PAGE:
Nicholas Sparks, I think there should be a genre just called Nicholas Sparks. Films that star off as a simple romance until you just know the tables turn and something tragic happens. I mean look at his past history, Dear John, The Last Song, The Lucky One, The Notebook, need I go on? So, if you know this about the author, you kind of know what to expect when popping in a Nicholas Sparks genre film.
For his latest tear jerker, The Best of Me, Nicholas Sparks again dares you to sit on the couch and watch without a fistful of kleenex. In this tale of romance, Dawson Cole (James Marsden as the adult Cole and Luke Bracey as the teenage Cole) is an oil offshore worker. There is a horrible accident on the rig and Dawson should have died. Miraculously, he lived and as many people do when they come close to death, Dawson rethinks his existence and place in the world.
Thankfully, Dawson makes it through this death defying accident with not a scratch on him. When he gets back, he gets a call that informs him that someone named “Tuck” has passed away and Dawson is named in his will. Ummm Score! At the same time, Amanda Collier (Michelle Monaghan as the adult Amanda and Liana Liberato as the teenage Amanda) gets the same call.
Amanda is a housewife and knew Dawson when they were young, and impossibly good looking. These two models, I mean actors, I mean former lovers have a history… and there’s a story here. The two meet up on Tuck’s farm and the film Ping-Pong’s between present day and the past. We see young love, meddling relatives and ensuing disasters.
Tuck (Gerald McRaney) is one of the town’s elders and gives the teenage Dawson a home once he leaves his crazy relatives. In fact, Tuck has been the one trying to get Dawson and Amanda together, albeit ever so slowly. As the film flashbacks we see what happened in the lovers past and why their relationship never took hold.
This is a Nicholas Sparks film through and through and if you pick it up and think it’s going to break the mold, then the fault is on you. This is one film that stays within the boundaries of what it knows.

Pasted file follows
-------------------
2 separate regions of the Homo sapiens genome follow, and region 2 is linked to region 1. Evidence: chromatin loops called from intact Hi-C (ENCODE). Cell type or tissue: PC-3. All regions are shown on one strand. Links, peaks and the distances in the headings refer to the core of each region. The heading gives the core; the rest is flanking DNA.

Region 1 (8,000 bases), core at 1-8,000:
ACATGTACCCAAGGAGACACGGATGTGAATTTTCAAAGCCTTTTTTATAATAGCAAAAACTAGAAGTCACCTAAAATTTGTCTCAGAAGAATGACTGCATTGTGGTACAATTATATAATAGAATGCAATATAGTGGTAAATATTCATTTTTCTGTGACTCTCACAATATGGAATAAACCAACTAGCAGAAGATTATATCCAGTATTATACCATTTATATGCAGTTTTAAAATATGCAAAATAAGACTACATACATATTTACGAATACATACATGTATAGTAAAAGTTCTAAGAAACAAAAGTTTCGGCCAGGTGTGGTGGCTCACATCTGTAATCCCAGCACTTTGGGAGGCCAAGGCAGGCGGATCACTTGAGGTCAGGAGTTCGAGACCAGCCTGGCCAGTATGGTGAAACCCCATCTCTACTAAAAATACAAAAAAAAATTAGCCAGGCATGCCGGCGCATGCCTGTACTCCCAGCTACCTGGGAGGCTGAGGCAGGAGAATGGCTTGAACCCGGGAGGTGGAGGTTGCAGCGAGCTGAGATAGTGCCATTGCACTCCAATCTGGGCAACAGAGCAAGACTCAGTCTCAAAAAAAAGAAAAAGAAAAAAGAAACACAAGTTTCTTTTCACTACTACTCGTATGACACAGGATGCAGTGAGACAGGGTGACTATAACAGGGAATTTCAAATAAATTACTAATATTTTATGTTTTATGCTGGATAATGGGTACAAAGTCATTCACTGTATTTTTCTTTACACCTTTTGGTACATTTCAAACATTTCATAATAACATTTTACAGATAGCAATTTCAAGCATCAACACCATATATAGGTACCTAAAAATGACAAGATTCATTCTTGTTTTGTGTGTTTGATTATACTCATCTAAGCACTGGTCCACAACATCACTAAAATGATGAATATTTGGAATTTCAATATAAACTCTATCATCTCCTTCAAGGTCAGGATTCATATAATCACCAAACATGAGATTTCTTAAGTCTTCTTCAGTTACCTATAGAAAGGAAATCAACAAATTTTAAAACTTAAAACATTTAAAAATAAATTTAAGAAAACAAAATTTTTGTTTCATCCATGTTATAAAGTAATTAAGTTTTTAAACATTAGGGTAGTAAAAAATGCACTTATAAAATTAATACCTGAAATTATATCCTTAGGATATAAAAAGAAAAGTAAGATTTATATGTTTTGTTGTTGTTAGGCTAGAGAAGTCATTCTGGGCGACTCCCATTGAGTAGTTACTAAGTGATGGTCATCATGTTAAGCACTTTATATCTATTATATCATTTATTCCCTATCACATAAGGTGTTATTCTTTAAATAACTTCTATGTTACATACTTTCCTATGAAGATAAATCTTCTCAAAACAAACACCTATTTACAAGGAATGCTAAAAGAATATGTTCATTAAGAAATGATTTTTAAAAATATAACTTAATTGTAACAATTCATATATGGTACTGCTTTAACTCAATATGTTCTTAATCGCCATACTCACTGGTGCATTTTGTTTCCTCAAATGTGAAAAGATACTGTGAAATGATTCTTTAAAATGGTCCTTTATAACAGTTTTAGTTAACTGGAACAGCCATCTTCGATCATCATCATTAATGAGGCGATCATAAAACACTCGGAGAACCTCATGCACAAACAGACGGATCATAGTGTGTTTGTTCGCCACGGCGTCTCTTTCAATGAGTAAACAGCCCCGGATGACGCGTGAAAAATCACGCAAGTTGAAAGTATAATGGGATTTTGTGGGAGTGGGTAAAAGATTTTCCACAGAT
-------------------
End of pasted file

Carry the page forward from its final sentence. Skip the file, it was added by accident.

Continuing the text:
Plot wise the film was contrived. At this point, it’s time to do something new, at least give characters who are supposed to be the villains a little backstory or development. They come off like cartoon characters twirling their mustaches and laughing maniacally.
The good thing is that both Marsden and Monaghan are both very capable actors performing much better than the material given to them. They make their characters believable and most importantly watchable. While I never felt the need for waterworks, I did find myself rooting for the couple.
I’ve always liked James Marsden and feel like he’s never gotten the props he’s deserved for the X-Men films or even something like Enchanted. It’s good to see him in a leading role here and he’s really good at finding some depth when there isn’t anything on the page to work with.
The film itself looks beautiful on blu-ray and much like I’m sure Nicholas Sparks pictured it, things look like a painting come to life at times, even things that wouldn’t normally seem that way. The colors, especially in Tuck’s garden look awesome and are extremely vivid. A lot of people say, you don’t need to see a film like The Best of Me in blu-ray, but here is a great example of why you should. It’s leaps and bounds better than a standard or broadcast quality.
Special features on this release include Deleted Scenes, a short EPK called Along For The Ride, and interviews with Nicholas Sparks. There is also a directors commentary for the theatrical version of the film, a Lady Antebellum music video, and the original theatrical trailer.
The most intriguing bonus feature is the “Tears of Joy” Edition alternate ending. It’s a shorter cut of the film and honestly ends fairly upbeat. It’s an interesting change of pace to see.
Overall, while The Best of Me isn’t a classic, it’s not even a Nicholas Sparks classic, but it is a fine film to check out for the star crossed lover that you may be missing this Valentine’s Day.
The Best of Me is available now on blu-ray!
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